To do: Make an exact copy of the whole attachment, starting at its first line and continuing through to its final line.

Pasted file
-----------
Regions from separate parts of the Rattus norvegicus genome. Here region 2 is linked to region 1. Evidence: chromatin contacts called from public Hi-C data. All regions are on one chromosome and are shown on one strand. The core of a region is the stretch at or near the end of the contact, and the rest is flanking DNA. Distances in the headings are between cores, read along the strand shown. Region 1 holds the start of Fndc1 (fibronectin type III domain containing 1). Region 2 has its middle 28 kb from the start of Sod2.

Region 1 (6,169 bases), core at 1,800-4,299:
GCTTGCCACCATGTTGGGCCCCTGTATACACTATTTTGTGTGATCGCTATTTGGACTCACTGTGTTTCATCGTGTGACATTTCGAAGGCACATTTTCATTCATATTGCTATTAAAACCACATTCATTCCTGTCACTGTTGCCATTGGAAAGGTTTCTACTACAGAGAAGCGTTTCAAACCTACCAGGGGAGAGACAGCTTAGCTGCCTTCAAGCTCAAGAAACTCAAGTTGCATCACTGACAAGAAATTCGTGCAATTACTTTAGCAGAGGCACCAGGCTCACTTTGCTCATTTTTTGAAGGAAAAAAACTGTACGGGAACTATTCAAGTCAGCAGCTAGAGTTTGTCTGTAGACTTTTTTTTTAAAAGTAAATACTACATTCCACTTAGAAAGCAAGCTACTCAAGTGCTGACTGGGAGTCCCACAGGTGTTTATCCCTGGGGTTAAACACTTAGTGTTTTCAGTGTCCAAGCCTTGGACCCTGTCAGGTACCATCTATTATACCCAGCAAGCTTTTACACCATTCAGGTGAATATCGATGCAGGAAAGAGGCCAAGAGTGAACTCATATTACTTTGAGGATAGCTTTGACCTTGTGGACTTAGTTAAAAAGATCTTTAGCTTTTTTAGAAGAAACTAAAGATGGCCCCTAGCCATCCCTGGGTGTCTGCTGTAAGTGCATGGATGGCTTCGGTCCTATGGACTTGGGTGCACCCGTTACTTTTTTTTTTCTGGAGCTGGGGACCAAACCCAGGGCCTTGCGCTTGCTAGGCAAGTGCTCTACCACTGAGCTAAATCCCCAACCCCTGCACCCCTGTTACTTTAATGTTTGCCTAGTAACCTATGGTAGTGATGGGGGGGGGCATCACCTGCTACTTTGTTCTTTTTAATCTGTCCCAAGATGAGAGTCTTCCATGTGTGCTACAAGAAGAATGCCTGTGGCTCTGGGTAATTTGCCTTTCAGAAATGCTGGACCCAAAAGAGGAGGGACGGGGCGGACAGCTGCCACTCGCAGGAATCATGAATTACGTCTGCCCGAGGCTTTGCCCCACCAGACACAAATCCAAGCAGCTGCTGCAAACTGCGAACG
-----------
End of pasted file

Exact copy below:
Regions from separate parts of the Rattus norvegicus genome. Here region 2 is linked to region 1. Evidence: chromatin contacts called from public Hi-C data. All regions are on one chromosome and are shown on one strand. The core of a region is the stretch at or near the end of the contact, and the rest is flanking DNA. Distances in the headings are between cores, read along the strand shown. Region 1 holds the start of Fndc1 (fibronectin type III domain containing 1). Region 2 has its middle 28 kb from the start of Sod2.

Region 1 (6,169 bases), core at 1,800-4,299:
GCTTGCCACCATGTTGGGCCCCTGTATACACTATTTTGTGTGATCGCTATTTGGACTCACTGTGTTTCATCGTGTGACATTTCGAAGGCACATTTTCATTCATATTGCTATTAAAACCACATTCATTCCTGTCACTGTTGCCATTGGAAAGGTTTCTACTACAGAGAAGCGTTTCAAACCTACCAGGGGAGAGACAGCTTAGCTGCCTTCAAGCTCAAGAAACTCAAGTTGCATCACTGACAAGAAATTCGTGCAATTACTTTAGCAGAGGCACCAGGCTCACTTTGCTCATTTTTTGAAGGAAAAAAACTGTACGGGAACTATTCAAGTCAGCAGCTAGAGTTTGTCTGTAGACTTTTTTTTTAAAAGTAAATACTACATTCCACTTAGAAAGCAAGCTACTCAAGTGCTGACTGGGAGTCCCACAGGTGTTTATCCCTGGGGTTAAACACTTAGTGTTTTCAGTGTCCAAGCCTTGGACCCTGTCAGGTACCATCTATTATACCCAGCAAGCTTTTACACCATTCAGGTGAATATCGATGCAGGAAAGAGGCCAAGAGTGAACTCATATTACTTTGAGGATAGCTTTGACCTTGTGGACTTAGTTAAAAAGATCTTTAGCTTTTTTAGAAGAAACTAAAGATGGCCCCTAGCCATCCCTGGGTGTCTGCTGTAAGTGCATGGATGGCTTCGGTCCTATGGACTTGGGTGCACCCGTTACTTTTTTTTTTCTGGAGCTGGGGACCAAACCCAGGGCCTTGCGCTTGCTAGGCAAGTGCTCTACCACTGAGCTAAATCCCCAACCCCTGCACCCCTGTTACTTTAATGTTTGCCTAGTAACCTATGGTAGTGATGGGGGGGGGCATCACCTGCTACTTTGTTCTTTTTAATCTGTCCCAAGATGAGAGTCTTCCATGTGTGCTACAAGAAGAATGCCTGTGGCTCTGGGTAATTTGCCTTTCAGAAATGCTGGACCCAAAAGAGGAGGGACGGGGCGGACAGCTGCCACTCGCAGGAATCATGAATTACGTCTGCCCGAGGCTTTGCCCCACCAGACACAAATCCAAGCAGCTGCTGCAAACTGCGAACG